Pan European Networks - Horizon 2020 - page 149

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“There are some ports that are already, and very successfully, turning
themselves into areas which connect to the development of Structural
Funds, and we know that offshore renewables, such as tidal and wave
energy, are just waiting to become the next natural stage in the evolution
of the energy sector.”
Siemers concluded his address by highlighting the fact that ports should
also incorporate reception facilities, an area which he said is currently ‘a
blank’ in that there is so much more that can be done in terms of making
those facilities more efficient, more accessible and more of a response
to what is actually necessary in terms of regulation.
He advised: “There is also a lot of work being done to develop ports as
liquefied natural gas terminals. This has two benefits: it can help those
who want to use LNG as a propulsion system where possible, and it can
also serve as a means of in-market share in something which will also
become a better energy source for road transport.”
It is clear that, alongside more traditional approaches to the maritime
economy, the Commission is increasingly taking stock of the role that
innovation and smart specialisation, such as that available through
propulsion systems, biotechnology and even offshore wind energy, can
play in the evolution of Europe’s ports.
Indeed, according to Siemers, this focus will enable the ports to become
more than simple hubs for transportation, evolving into clusters where
research and innovation take place and where the companies that are
involved in the various elements of the value chain are physically
close together.
Given that research also takes place in these locations, this is low
hanging fruit, and with the Commission’s aid, and the involvement of all
other actors, it may now take just one stakeholder to have the courage
to begin this process for the others to follow suit.
is focusing on in its work to bolster the EU’s
maritime economy. This, he said, is evinced
through the recent adoption of a directive which
outlines the use of maritime spatial planning
and which, fundamentally, argues that the more
transparent and efficient the planning of the use
of sea space, the more cost effective it will be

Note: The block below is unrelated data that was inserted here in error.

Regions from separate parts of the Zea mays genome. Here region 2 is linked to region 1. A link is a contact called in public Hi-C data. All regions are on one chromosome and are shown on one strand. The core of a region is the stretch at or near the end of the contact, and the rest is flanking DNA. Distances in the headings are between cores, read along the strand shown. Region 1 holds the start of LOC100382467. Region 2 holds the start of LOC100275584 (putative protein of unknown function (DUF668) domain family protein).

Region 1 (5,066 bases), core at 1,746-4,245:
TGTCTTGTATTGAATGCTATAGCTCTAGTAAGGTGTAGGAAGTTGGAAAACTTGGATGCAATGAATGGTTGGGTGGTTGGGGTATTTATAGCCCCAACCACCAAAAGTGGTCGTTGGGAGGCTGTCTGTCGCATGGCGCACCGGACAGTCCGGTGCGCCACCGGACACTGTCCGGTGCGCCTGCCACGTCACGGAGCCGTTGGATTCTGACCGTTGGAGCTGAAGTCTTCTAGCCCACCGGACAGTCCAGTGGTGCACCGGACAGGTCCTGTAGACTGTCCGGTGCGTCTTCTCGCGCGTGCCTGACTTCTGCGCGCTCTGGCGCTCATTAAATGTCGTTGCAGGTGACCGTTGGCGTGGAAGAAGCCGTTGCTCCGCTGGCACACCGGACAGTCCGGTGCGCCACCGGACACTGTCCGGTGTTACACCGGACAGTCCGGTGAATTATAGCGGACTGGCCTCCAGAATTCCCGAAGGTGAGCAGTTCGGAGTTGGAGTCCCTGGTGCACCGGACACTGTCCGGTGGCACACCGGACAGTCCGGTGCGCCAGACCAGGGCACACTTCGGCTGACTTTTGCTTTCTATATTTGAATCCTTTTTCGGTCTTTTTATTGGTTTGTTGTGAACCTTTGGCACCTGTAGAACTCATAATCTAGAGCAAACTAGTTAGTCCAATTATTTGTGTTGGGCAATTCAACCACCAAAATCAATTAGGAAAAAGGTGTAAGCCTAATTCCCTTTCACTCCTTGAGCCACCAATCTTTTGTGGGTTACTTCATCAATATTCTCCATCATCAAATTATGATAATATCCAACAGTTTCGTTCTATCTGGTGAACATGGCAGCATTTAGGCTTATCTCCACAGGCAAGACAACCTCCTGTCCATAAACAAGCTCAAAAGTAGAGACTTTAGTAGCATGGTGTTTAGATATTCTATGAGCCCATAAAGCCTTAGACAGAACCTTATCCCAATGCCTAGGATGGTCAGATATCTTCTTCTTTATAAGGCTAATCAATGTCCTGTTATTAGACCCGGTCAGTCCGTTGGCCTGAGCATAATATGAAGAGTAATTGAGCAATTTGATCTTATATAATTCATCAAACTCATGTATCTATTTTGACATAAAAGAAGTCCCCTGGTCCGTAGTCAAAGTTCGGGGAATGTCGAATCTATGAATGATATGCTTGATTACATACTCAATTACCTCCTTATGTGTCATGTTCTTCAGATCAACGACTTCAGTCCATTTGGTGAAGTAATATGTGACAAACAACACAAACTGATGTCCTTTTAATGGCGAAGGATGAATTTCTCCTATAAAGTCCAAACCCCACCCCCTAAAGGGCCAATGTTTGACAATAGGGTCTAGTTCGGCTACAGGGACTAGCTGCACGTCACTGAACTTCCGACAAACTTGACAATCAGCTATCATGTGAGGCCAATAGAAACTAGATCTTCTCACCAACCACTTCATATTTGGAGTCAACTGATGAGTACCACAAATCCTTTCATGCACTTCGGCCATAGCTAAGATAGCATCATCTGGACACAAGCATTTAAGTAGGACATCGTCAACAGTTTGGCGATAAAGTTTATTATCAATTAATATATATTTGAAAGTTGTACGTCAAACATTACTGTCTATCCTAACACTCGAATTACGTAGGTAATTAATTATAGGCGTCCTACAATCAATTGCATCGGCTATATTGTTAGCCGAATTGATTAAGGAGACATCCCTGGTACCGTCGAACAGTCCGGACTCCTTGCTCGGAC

for those companies that want to develop
communities offshore.
The issue of duplication is also one that is of
increasing concern when it comes to efficiency,
Siemers argued, with much of the data being
collected with regard to maritime knowledge –
which, he explained, is similar to marine
surveillance and concerns connecting ports’
activities and data about the environment at sea
– having already been collected by others. He
said: “We need to connect this up and make it
more transparent.”
Horizon 2020
Siemers continued: “We are trying to actively
develop a connection between science and
business. We have very close relationships with
the new research framework programme
Horizon 2020, which provides funding
specifically across various areas for new growth.
We are focusing on smart specialisation and are
trying to foster the development of master plans,
which we hope will be the ones that can be the
most successful in a given region.”
He also discussed how the European
Commission is working with member states in
an effort to overcome some of the difficulties
posed by cross-sectorial boundaries. Siemers
explained that low economic performance is a
significant issue, and that they are now looking
at how other sectors can be brought closer to
the maritime economy and how activities that
are taking place a few miles offshore can be
better integrated into this, as well as how better
links with logistics systems can be established.
Development
While European policy continues to attempt
to improve port services, with much of the
work being done in terms of developing
infrastructure, Siemers said: “There is a real
potential for ports to go into something far more
important in terms of the European maritime
economy. There are a lot of other angles that
can be looked at, such as centres for the
development of innovation.
It is clear that,
alongside more
traditional approaches
to the maritime
economy, the
Commission is
increasingly taking
stock of the role that
innovation and smart
specialisation play
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